Over recent years, governments, particularly those in the Western developed world, have come to realise that changes have to be made if the situation is to improve. To that end a whole range of legislation has been introduced and there promises to be a great deal more in the coming years.

Environmental Protection Act 1990

The Environmental Protection Act 1990 contains 164 sections, arranged in 9 parts, supported by 16 schedules – a massive piece of legislation covering a great variety of topics.

The three key areas are summarised below:

Part 1 – Integrated Pollution Control and Local Authority Air Pollution Control – This section focuses on preventing & reducing the release of substances into the environment.

Part 2 – Waste on Land. This section puts a prohibition on unauthorised or harmful deposit, treatment or disposal of waste, placing a Duty of Care on the organisation to prevent escape of harmful substances.

Part 3 – Statutory Nuisances and Clean Air requires the Local Authority to regularly inspect the area and to deal with problems such as Smoke, Fumes, Dust, Smell, Noise, and animals

Environment Act 1995

This Act was instrumental in creating the Environment Agency and it deals with the following:

  • Air Quality
  • Water Quality
  • Contaminated Land
  • Waste

WEEE and RoHS

The Waste Electrical and Electronic Equipment (WEEE) Directive came into force in January 2007 and has since been amended multiple times. The directive aims to both reduce the amount of Electrical and Electronic waste being produced and encourage everyone to reuse, recycle and recover it.

RoHS is the Directive on the Restriction of use of certain Hazardous Substances in electrical or electronic equipment. The regulations limit the use of hazardous substances such as lead and cadmium in the manufacture of new electrical and electronic equipment placed on the market anywhere in the European Union.

There are eight categories of items which covered by the WEEE and RoHS directives. These are:

  • Large household appliances
  • Small household appliances
  • IT and telecoms equipment
  • Consumer equipment
  • Lighting equipment
  • Electrical and electronic tools
  • Toys, leisure and sport equipment
  • Medical devices

The main objectives of the WEEE Directive requires producers of electrical and electronic equipment to finance at end of life:

  • Collection arrangements
  • Treatment
  • Meeting targets (recycling and recovery)

Environmental Permitting Regulations 2010

The Environmental Permitting Regulations (England and Wales) 2010 were introduced on 6 April 2010 and replace the 2007 Regulations.

These regulations cover the storage, treatment, transport and disposal of hazardous waste. Waste is considered to be hazardous when it might be harmful to human health or the environment.

The Waste Framework Directive

There are several directives issued by the European Union which must also be adhered to.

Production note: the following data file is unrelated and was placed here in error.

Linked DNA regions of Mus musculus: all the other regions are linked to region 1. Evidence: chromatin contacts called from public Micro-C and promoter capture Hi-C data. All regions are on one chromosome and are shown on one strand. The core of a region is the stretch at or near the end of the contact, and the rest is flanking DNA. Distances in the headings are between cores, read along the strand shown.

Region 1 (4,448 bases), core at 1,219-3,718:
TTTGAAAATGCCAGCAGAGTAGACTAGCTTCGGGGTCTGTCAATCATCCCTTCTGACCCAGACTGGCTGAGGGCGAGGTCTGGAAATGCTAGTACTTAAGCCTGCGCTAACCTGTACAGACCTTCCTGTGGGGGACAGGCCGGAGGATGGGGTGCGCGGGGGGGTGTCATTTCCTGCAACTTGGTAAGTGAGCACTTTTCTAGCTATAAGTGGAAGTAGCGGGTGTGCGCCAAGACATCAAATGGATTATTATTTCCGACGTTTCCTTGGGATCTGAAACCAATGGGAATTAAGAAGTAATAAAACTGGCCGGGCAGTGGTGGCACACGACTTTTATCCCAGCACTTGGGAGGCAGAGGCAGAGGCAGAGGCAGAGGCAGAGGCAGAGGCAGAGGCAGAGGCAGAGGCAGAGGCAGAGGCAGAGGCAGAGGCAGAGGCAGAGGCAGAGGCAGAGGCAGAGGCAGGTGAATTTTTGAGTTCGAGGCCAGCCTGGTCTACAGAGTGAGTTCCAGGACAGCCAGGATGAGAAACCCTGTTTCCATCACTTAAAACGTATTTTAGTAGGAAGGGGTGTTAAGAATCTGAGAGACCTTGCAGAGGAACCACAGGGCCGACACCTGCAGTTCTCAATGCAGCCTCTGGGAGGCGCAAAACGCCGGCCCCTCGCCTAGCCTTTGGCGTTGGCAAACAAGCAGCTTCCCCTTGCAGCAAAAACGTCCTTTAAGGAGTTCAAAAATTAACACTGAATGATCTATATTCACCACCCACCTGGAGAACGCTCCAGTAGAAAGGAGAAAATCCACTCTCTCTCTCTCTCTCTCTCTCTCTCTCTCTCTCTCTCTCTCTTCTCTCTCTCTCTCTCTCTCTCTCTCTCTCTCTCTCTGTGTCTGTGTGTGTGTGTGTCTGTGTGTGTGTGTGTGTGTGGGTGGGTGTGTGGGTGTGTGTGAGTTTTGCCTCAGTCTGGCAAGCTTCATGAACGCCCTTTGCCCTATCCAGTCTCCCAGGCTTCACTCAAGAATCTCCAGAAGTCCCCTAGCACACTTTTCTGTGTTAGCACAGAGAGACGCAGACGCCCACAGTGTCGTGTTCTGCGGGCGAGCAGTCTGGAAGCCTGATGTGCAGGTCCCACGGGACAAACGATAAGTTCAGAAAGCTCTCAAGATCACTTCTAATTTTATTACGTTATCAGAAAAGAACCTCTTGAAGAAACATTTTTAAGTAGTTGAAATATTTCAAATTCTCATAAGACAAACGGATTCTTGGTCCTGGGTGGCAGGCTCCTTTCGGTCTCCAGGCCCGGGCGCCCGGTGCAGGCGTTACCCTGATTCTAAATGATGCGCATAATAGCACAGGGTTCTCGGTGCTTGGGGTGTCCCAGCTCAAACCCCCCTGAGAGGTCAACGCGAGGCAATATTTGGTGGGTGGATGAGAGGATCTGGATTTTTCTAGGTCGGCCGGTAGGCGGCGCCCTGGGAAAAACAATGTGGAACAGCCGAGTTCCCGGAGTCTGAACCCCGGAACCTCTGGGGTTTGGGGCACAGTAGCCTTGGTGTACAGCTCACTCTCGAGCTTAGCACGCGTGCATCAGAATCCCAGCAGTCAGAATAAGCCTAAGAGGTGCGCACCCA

One key example is The Waste Framework Directive which requires member states to ensure that waste is recovered or disposed of without endangering human health and without using processes and methods which could harm the environment.

Climate Change Act 2008

The Climate Change Act 2008 made the UK the first country in the world to have a legally binding long-term framework to cut carbon emissions. It sets out the Government’s commitment to reduce the UKs carbon emissions to net zero by the year 2050.

The Act introduces the concept of Carbon Budgets. A carbon budget places a restriction on the total amount of greenhouse gases the UK can emit over a 5-year period. The UK is the first country to set legally binding carbon budgets.

Under a system of carbon budgets, every tonne of greenhouse gases emitted between now and 2050 will count. Where emissions rise in one sector, the UK will have to achieve corresponding falls in another.

ESOS – Energy Savings Opportunity Scheme

Under EU legislation it became mandatory for almost 14000 UK companies to complete an initial audit of their energy usage. The companies affected are from the private and third sector only and must employ at least 250 staff or have an annual turnover of more than £42.5m; public sector organisations are not affected.

The audits, which, for the most part are carried out by third parties, will result in energy saving recommendations, implementation of which is optional.

The audit involves looking carefully at how an organisation uses energy. It should consider how energy is used in:

  • Buildings
  • Transport
  • Industrial operations

The scheme was in two phases, both of which should now be complete. All affected organisations should have complied with the requirements for Phase 1 by the 5th December 2015 and with Phase 2 by 5th December 2019.

IWFM (BIFM) Qualifications

This article relates to the following IWFM (BIFM) Qualification Units:

  • IWFM (BIFM) Level 3 in Facilities Management
    • FM3.02 CSR and Sustainability in Facilities Management
  • IWFM (BIFM) Level 4 in Facilities Management
    • FM4.01 Overview of Facilities Management
    • FM4.19 Sustainability and Environmental Issues and their impact on FM
  • IWFM (BIFM) Level 5 in Facilities Management
    • FM5.01 Facilities Management Developments and Trends
  • IWFM (BIFM) Level 6 in Facilities Management
    • FM6.11 Corporate Responsibility and Sustainable Facilities Management
Find out more about IWFM (BIFM) Qualifications